Last year's Chinese Lantern Festival at Riverfront Park was such a smashing success that the Parks Department decided to follow it up by doing the same event — with a new slew of Chinese lanterns — this year.
But the sequel couldn't quite capture the box office magic of the original.
Last year, the festival quickly outpaced the initial attendance projections
of 50,000 visitors.
But despite lower ticket prices — $15 for adults instead of $17 — attendance fell by 42 percent this year, according city records.
You could point to a few different possible reasons for the lower attendance.
First, Riverfront Park finally began its long-awaited $64 million rehab this summer, meaning large areas of the park were closed off.
Second, the dreary rain of October was a real bummer.
Daniel Walters graph
The parks department anticipates breaking even when taking into account the extra labor costs associated with the Chinese Lantern Festival
"You know, the rain was really tough," says Parks Spokeswoman Fianna Dickson. "It was tough for a lot of events going on outdoors in October. "
Third, there's the number of calendar days: In 2015, the festival was extended by two weeks
. That didn't happen this year.
Finally, there's the possibility of diminishing returns: In 2015, it may have seemed like a once-in-a-lifetime event to a lot of Spokanites. In 2016, even with cool new lanterns (and dinosaurs), it may have seemed like a retread.
However, the city of Spokane doesn't pay the company that puts on the event, Sichuan Tianyu, for the Chinese Lantern Festival. It simply provides the space, and then provides Spokane with a chunk of the revenue.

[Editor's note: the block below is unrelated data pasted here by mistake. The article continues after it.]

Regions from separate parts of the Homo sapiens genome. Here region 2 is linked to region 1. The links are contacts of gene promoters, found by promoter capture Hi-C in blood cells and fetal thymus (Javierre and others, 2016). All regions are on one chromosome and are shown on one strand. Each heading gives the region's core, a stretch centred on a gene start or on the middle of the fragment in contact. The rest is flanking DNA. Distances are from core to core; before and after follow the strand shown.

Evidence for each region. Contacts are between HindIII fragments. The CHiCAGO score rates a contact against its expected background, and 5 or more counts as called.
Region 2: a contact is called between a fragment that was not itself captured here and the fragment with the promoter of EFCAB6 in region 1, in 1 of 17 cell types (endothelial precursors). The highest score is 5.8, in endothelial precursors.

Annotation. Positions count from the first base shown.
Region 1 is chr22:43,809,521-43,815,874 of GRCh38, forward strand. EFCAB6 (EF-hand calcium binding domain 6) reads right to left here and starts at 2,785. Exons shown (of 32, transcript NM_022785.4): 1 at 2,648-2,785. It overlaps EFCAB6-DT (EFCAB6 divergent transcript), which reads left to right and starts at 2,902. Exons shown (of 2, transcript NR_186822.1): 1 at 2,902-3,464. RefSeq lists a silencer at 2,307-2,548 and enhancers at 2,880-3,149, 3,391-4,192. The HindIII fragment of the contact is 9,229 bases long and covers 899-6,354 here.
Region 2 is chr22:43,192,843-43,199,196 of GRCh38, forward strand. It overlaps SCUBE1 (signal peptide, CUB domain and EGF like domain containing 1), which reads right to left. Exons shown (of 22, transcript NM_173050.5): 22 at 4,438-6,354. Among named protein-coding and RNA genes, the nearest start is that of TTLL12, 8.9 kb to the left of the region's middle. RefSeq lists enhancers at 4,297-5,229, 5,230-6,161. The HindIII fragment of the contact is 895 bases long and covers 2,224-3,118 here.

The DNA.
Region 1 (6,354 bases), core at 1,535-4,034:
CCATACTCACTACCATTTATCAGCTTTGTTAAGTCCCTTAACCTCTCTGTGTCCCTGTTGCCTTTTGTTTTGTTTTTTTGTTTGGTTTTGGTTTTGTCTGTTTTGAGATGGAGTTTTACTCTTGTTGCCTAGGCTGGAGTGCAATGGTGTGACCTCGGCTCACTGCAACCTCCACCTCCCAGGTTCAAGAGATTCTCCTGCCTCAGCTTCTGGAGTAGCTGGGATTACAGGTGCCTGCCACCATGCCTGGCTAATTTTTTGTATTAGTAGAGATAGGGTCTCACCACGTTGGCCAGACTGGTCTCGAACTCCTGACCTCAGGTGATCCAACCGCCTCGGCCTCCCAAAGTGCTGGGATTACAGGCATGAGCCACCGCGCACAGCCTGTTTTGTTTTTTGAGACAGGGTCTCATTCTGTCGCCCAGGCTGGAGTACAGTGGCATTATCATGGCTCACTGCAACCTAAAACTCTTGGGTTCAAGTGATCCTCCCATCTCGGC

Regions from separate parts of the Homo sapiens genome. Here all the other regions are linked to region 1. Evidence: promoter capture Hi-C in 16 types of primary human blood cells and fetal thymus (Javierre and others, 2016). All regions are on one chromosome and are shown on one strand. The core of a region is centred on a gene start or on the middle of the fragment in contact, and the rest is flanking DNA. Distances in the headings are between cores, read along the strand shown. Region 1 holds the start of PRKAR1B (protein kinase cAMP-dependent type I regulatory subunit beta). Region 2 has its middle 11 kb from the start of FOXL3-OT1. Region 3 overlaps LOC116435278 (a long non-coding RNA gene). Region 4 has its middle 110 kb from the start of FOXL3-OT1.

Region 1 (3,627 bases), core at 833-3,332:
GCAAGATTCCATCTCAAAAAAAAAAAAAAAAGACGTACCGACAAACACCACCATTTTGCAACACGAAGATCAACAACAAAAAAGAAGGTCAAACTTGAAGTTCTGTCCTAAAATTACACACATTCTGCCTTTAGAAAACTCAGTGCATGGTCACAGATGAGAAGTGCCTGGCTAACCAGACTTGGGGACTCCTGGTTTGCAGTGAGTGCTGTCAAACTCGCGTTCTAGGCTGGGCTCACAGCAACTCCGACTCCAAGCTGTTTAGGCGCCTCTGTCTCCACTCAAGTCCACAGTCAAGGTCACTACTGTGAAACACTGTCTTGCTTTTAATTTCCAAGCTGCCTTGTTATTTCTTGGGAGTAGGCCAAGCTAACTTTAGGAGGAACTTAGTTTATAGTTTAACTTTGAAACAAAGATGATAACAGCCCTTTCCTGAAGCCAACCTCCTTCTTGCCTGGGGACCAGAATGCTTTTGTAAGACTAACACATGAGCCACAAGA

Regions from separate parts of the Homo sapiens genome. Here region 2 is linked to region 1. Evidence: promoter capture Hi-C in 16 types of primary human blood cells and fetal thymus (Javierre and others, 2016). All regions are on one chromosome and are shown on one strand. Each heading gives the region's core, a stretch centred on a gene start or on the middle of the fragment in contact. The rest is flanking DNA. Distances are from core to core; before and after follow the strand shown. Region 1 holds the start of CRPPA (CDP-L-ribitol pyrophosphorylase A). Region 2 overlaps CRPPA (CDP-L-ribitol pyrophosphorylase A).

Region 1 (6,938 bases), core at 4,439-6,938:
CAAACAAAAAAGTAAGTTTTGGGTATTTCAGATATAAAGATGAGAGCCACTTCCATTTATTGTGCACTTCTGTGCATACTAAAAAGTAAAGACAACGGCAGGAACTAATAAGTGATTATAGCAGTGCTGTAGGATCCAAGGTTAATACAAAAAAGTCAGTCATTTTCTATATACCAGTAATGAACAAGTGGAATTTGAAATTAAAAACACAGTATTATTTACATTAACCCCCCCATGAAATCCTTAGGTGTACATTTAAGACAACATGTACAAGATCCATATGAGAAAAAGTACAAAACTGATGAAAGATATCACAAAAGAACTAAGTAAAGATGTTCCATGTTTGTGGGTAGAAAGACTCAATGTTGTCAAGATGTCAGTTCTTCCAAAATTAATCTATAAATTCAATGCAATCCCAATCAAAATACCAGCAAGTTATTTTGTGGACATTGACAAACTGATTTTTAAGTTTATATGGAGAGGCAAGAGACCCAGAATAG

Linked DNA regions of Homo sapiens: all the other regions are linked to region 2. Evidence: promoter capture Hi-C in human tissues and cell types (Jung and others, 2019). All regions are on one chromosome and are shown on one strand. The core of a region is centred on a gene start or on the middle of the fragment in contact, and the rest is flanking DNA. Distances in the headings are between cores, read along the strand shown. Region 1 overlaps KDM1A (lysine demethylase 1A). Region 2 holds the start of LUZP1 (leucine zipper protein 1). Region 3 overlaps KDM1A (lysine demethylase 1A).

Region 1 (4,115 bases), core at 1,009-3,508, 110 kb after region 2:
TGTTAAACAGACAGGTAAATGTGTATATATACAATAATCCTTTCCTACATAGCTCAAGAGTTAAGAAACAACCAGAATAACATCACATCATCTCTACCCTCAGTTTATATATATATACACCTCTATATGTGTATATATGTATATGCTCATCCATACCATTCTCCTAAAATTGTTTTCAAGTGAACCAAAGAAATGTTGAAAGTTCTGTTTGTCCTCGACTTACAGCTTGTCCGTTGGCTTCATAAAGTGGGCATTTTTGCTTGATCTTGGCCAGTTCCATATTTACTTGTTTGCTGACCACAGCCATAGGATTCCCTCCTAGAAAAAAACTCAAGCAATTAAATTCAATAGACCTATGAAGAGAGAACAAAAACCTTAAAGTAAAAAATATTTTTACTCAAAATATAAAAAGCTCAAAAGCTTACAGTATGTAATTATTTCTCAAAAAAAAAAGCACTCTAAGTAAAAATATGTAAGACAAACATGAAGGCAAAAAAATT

Last year, the City of Spokane got 6 percent. This year it got 8 percent. But because of the decrease in sales, the city received $27,385, nearly $13,000 less than 2015.
Taking into account the labor costs associated with the event, Dickson estimates the parks department will break even.
"We don’t anticipate making money off of this," Dickson says.
Instead, she says the the goal of the Parks Department is to facilitate bringing cool, interesting events to the community. Despite the lower attendance, Dickson says the feedback has been overwhelmingly positive. She says the parks department is interested in bringing the event back in the future — though probably not next year.
"I don’t know next year we’ll be able to offer the footprint [necessary] because of construction," Dickson says. "It’s, of course, something we hope will find a home in the new park."
A lot of that, of course, will depend on the Chinese Lantern Festival company, Tianyu. They're the ones that set the ticket prices and select the sites.
"We would love to continue to talk to them," Dickson says. "It’s their business and it’s their business model. We’ve built a great relationship with Tianyu."